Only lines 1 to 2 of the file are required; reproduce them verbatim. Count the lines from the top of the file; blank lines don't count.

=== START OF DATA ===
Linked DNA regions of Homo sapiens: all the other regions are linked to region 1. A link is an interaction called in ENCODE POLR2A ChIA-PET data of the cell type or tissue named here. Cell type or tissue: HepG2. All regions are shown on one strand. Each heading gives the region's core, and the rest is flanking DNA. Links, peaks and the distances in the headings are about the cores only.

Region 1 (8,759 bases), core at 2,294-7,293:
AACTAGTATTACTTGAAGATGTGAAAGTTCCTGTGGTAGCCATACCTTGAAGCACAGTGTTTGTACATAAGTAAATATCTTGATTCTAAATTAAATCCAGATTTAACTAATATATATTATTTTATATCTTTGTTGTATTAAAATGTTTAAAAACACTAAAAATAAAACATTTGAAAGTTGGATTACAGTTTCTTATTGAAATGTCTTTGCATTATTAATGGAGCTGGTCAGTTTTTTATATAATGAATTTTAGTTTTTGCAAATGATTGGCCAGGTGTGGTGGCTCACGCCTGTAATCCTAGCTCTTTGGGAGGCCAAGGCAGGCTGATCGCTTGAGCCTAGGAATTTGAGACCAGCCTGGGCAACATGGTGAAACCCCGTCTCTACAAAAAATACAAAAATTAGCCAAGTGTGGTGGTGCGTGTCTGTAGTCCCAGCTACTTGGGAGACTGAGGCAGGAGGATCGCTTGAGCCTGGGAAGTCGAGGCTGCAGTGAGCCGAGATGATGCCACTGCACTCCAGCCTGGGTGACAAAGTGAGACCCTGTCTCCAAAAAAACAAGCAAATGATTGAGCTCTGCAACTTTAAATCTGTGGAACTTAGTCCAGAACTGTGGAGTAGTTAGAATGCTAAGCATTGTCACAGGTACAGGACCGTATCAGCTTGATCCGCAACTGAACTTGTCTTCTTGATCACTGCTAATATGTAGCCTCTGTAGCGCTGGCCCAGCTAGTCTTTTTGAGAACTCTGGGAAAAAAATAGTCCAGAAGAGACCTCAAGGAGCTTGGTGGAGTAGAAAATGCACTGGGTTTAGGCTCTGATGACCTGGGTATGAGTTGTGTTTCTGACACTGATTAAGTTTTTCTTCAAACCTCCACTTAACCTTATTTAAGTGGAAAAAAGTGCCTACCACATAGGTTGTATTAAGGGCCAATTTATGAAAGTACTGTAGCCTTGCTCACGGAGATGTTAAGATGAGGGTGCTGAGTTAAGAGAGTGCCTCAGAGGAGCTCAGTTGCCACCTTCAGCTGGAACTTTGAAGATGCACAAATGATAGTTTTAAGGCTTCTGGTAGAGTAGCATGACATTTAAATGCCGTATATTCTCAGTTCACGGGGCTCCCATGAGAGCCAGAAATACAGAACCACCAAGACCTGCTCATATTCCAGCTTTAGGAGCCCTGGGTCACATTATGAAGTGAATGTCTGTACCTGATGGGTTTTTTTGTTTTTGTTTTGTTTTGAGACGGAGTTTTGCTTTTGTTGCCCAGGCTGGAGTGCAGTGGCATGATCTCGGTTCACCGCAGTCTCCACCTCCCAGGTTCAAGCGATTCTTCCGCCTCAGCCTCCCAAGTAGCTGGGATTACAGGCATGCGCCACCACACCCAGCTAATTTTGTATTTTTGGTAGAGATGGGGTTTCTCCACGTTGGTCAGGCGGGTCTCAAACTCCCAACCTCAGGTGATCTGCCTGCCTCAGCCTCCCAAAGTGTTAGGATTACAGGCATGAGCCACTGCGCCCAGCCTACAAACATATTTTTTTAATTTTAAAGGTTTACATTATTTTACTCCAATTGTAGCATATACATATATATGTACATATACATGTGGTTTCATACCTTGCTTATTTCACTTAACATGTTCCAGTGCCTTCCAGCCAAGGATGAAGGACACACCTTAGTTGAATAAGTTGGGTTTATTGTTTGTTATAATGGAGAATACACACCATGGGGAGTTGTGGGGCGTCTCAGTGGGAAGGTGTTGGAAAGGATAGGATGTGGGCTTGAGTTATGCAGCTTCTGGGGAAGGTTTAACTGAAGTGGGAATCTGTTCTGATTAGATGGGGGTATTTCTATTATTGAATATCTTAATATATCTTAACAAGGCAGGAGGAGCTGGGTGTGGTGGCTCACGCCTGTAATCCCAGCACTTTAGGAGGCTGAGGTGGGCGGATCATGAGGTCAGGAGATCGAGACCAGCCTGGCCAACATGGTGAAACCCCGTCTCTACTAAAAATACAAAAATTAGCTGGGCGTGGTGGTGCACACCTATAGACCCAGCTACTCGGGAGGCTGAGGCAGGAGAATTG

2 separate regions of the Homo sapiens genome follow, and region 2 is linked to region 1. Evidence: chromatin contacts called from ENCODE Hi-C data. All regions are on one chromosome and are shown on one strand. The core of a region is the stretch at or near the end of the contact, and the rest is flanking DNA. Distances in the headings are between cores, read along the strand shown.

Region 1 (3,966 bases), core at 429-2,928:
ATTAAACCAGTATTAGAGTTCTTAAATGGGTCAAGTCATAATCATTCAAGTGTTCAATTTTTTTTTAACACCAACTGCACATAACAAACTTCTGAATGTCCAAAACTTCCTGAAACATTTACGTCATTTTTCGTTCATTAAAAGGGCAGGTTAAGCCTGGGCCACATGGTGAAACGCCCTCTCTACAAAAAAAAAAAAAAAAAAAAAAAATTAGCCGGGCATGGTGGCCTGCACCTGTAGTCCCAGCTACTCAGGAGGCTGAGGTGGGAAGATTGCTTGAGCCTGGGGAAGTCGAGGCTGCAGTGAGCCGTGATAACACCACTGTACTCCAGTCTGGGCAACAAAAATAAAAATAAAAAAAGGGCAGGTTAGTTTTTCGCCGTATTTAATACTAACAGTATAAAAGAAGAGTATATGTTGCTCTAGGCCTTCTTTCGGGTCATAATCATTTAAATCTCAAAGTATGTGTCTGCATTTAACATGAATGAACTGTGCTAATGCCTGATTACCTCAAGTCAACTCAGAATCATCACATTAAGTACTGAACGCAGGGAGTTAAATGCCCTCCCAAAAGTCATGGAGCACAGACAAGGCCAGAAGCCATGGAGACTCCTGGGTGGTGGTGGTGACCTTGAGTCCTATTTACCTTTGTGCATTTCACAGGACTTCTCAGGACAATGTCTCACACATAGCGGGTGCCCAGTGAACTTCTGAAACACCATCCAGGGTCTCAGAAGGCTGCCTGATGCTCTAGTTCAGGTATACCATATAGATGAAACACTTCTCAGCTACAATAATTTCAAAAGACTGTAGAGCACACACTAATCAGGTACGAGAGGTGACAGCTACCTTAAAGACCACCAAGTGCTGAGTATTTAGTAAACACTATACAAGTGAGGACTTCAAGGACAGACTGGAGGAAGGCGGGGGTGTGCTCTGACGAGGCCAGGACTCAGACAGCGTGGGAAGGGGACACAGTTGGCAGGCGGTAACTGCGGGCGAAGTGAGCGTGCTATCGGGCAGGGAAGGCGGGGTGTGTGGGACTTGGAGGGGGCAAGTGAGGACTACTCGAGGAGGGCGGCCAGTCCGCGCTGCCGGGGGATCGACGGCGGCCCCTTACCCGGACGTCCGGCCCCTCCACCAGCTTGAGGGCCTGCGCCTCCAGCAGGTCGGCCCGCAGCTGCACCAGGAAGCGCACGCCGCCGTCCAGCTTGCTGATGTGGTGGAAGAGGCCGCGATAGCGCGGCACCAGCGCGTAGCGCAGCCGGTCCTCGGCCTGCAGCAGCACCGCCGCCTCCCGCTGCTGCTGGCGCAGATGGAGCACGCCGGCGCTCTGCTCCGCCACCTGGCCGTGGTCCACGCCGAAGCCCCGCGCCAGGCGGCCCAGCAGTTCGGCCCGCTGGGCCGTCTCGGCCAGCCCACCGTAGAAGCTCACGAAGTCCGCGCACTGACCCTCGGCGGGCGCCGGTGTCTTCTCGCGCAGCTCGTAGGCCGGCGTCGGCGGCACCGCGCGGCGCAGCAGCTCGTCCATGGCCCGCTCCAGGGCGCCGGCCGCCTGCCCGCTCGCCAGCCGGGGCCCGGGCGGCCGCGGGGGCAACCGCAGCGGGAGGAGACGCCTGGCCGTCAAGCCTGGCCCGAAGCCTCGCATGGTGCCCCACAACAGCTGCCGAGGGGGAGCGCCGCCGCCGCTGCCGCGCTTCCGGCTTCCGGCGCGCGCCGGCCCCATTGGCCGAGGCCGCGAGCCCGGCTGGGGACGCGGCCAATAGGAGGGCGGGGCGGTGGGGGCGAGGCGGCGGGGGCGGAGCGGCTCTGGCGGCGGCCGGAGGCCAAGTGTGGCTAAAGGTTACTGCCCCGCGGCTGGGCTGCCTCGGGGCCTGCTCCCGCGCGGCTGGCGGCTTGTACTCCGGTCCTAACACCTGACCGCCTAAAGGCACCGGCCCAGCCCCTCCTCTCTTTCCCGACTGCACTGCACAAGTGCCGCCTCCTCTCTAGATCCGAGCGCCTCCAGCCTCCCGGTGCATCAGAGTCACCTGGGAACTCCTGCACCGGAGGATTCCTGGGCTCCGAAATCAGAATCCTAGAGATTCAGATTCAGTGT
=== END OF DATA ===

Linked DNA regions of Homo sapiens: all the other regions are linked to region 1. A link is an interaction called in ENCODE POLR2A ChIA-PET data of the cell type or tissue named here. Cell type or tissue: HepG2. All regions are shown on one strand. Each heading gives the region's core, and the rest is flanking DNA. Links, peaks and the distances in the headings are about the cores only.

Region 1 (8,759 bases), core at 2,294-7,293: